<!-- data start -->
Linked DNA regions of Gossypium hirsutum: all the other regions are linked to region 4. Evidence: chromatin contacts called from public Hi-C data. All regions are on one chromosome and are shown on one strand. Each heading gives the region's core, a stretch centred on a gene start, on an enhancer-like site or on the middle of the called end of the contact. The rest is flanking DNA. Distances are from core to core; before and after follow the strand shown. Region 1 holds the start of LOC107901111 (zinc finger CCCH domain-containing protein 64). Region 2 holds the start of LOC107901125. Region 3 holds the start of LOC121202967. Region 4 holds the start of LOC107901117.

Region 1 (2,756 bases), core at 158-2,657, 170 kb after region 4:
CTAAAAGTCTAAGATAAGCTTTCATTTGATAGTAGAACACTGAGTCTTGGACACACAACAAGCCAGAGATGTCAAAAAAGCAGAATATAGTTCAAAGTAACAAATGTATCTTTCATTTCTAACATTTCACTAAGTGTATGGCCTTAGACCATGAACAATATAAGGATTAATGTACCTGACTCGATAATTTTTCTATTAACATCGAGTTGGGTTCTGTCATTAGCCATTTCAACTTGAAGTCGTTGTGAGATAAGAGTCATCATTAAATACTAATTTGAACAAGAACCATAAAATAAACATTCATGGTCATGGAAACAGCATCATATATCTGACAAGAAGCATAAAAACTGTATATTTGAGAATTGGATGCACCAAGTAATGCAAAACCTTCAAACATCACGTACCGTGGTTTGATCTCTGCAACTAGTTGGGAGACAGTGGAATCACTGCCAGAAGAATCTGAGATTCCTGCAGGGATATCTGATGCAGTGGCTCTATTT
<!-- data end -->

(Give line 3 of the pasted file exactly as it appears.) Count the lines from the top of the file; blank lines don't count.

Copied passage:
CTAAAAGTCTAAGATAAGCTTTCATTTGATAGTAGAACACTGAGTCTTGGACACACAACAAGCCAGAGATGTCAAAAAAGCAGAATATAGTTCAAAGTAACAAATGTATCTTTCATTTCTAACATTTCACTAAGTGTATGGCCTTAGACCATGAACAATATAAGGATTAATGTACCTGACTCGATAATTTTTCTATTAACATCGAGTTGGGTTCTGTCATTAGCCATTTCAACTTGAAGTCGTTGTGAGATAAGAGTCATCATTAAATACTAATTTGAACAAGAACCATAAAATAAACATTCATGGTCATGGAAACAGCATCATATATCTGACAAGAAGCATAAAAACTGTATATTTGAGAATTGGATGCACCAAGTAATGCAAAACCTTCAAACATCACGTACCGTGGTTTGATCTCTGCAACTAGTTGGGAGACAGTGGAATCACTGCCAGAAGAATCTGAGATTCCTGCAGGGATATCTGATGCAGTGGCTCTATTT